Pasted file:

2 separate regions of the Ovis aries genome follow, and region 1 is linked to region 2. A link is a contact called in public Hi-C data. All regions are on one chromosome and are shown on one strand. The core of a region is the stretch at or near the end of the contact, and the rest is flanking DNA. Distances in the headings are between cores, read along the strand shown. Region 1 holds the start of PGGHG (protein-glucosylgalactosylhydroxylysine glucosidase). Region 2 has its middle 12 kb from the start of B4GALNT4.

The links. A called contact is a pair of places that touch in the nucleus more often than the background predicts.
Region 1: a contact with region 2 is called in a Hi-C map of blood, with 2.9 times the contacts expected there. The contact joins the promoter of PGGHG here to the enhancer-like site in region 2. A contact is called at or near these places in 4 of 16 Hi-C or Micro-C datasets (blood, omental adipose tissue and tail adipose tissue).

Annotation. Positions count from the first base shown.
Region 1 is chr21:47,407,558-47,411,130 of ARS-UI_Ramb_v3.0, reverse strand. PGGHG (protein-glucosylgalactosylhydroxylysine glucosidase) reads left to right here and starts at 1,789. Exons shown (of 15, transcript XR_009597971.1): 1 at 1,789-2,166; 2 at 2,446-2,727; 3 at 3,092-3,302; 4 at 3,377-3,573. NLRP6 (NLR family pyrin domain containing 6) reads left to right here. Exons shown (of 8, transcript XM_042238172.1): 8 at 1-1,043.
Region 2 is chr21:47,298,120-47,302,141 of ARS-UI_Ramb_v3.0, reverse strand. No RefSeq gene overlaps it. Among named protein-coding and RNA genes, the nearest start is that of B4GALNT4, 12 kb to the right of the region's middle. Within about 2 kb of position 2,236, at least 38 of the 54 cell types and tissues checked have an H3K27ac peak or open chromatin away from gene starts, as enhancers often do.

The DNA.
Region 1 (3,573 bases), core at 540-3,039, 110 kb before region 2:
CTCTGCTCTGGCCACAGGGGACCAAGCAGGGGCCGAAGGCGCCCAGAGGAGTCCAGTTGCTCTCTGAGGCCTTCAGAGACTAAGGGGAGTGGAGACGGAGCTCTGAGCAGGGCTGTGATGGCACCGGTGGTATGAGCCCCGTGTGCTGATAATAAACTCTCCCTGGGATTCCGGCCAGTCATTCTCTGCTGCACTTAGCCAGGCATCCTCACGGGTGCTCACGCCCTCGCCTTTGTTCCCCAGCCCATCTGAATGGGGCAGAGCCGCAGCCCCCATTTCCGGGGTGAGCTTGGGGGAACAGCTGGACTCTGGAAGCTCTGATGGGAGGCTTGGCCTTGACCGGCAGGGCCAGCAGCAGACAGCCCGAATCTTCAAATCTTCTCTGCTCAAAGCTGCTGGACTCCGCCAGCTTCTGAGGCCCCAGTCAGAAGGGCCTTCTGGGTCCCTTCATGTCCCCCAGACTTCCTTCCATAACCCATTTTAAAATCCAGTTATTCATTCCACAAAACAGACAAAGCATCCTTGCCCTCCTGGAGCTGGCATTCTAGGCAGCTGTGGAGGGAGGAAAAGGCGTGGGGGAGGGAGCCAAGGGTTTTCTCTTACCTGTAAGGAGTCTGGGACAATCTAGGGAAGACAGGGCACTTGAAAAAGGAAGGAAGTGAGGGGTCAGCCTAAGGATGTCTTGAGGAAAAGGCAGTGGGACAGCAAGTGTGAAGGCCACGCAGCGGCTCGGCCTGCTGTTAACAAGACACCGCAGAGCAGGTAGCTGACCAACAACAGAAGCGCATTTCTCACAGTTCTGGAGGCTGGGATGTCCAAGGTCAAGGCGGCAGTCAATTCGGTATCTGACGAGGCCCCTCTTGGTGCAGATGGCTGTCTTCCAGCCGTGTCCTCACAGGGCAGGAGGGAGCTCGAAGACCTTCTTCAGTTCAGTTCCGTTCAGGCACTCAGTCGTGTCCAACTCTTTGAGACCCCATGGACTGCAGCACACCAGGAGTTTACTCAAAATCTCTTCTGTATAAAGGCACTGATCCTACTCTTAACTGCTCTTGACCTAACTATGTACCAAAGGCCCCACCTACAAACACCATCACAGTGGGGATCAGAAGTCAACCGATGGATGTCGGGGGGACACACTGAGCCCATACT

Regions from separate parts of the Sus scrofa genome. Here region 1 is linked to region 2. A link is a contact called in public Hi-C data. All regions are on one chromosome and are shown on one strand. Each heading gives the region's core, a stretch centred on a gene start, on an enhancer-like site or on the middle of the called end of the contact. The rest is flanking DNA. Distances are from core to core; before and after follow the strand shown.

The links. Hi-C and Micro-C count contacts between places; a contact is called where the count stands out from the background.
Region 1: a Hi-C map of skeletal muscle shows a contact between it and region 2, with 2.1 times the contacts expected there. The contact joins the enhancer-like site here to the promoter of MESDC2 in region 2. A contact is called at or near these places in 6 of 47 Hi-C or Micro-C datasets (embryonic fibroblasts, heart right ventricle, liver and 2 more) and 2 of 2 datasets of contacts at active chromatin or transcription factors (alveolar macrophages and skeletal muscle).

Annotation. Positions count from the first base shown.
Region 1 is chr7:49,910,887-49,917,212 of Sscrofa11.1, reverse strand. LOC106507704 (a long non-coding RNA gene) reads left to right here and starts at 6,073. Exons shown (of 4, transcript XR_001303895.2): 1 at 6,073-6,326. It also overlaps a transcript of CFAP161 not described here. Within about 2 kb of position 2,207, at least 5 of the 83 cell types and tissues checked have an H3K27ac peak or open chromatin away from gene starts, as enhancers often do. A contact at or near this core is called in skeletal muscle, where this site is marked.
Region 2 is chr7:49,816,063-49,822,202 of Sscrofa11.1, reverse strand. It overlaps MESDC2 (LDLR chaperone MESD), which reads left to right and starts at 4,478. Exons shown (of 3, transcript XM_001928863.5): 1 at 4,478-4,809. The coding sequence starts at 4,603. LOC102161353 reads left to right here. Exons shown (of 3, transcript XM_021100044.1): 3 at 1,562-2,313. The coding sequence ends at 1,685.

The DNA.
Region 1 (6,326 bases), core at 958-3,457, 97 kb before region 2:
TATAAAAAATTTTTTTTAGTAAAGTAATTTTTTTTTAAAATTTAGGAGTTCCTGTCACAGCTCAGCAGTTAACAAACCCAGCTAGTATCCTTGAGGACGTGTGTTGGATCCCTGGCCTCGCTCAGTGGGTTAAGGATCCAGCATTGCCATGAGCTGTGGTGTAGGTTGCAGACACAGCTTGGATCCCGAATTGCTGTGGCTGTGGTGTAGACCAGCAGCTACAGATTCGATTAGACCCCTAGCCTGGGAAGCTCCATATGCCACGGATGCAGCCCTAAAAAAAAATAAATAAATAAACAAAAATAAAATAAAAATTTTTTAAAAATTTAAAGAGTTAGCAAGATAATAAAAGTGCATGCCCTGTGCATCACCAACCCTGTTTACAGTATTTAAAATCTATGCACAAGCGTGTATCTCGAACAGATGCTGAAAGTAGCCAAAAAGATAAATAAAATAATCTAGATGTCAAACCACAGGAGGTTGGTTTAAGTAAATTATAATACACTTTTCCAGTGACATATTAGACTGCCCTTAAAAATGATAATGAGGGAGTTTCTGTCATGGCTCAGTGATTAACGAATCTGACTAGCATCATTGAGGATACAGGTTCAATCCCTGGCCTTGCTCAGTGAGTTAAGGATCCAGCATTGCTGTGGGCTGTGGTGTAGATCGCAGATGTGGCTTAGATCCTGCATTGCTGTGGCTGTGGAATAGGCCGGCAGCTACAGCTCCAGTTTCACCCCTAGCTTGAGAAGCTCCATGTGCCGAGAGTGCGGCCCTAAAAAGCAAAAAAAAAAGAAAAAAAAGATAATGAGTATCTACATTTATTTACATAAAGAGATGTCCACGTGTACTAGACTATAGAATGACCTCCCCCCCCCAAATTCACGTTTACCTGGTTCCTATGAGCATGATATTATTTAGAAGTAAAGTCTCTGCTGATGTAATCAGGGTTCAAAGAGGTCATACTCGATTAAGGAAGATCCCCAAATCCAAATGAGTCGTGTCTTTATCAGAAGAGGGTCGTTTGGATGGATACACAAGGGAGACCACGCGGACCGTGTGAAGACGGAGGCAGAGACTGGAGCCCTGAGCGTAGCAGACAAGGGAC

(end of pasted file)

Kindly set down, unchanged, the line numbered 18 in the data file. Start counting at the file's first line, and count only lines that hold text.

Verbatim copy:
TATAAAAAATTTTTTTTAGTAAAGTAATTTTTTTTTAAAATTTAGGAGTTCCTGTCACAGCTCAGCAGTTAACAAACCCAGCTAGTATCCTTGAGGACGTGTGTTGGATCCCTGGCCTCGCTCAGTGGGTTAAGGATCCAGCATTGCCATGAGCTGTGGTGTAGGTTGCAGACACAGCTTGGATCCCGAATTGCTGTGGCTGTGGTGTAGACCAGCAGCTACAGATTCGATTAGACCCCTAGCCTGGGAAGCTCCATATGCCACGGATGCAGCCCTAAAAAAAAATAAATAAATAAACAAAAATAAAATAAAAATTTTTTAAAAATTTAAAGAGTTAGCAAGATAATAAAAGTGCATGCCCTGTGCATCACCAACCCTGTTTACAGTATTTAAAATCTATGCACAAGCGTGTATCTCGAACAGATGCTGAAAGTAGCCAAAAAGATAAATAAAATAATCTAGATGTCAAACCACAGGAGGTTGGTTTAAGTAAATTATAATACACTTTTCCAGTGACATATTAGACTGCCCTTAAAAATGATAATGAGGGAGTTTCTGTCATGGCTCAGTGATTAACGAATCTGACTAGCATCATTGAGGATACAGGTTCAATCCCTGGCCTTGCTCAGTGAGTTAAGGATCCAGCATTGCTGTGGGCTGTGGTGTAGATCGCAGATGTGGCTTAGATCCTGCATTGCTGTGGCTGTGGAATAGGCCGGCAGCTACAGCTCCAGTTTCACCCCTAGCTTGAGAAGCTCCATGTGCCGAGAGTGCGGCCCTAAAAAGCAAAAAAAAAAGAAAAAAAAGATAATGAGTATCTACATTTATTTACATAAAGAGATGTCCACGTGTACTAGACTATAGAATGACCTCCCCCCCCCAAATTCACGTTTACCTGGTTCCTATGAGCATGATATTATTTAGAAGTAAAGTCTCTGCTGATGTAATCAGGGTTCAAAGAGGTCATACTCGATTAAGGAAGATCCCCAAATCCAAATGAGTCGTGTCTTTATCAGAAGAGGGTCGTTTGGATGGATACACAAGGGAGACCACGCGGACCGTGTGAAGACGGAGGCAGAGACTGGAGCCCTGAGCGTAGCAGACAAGGGAC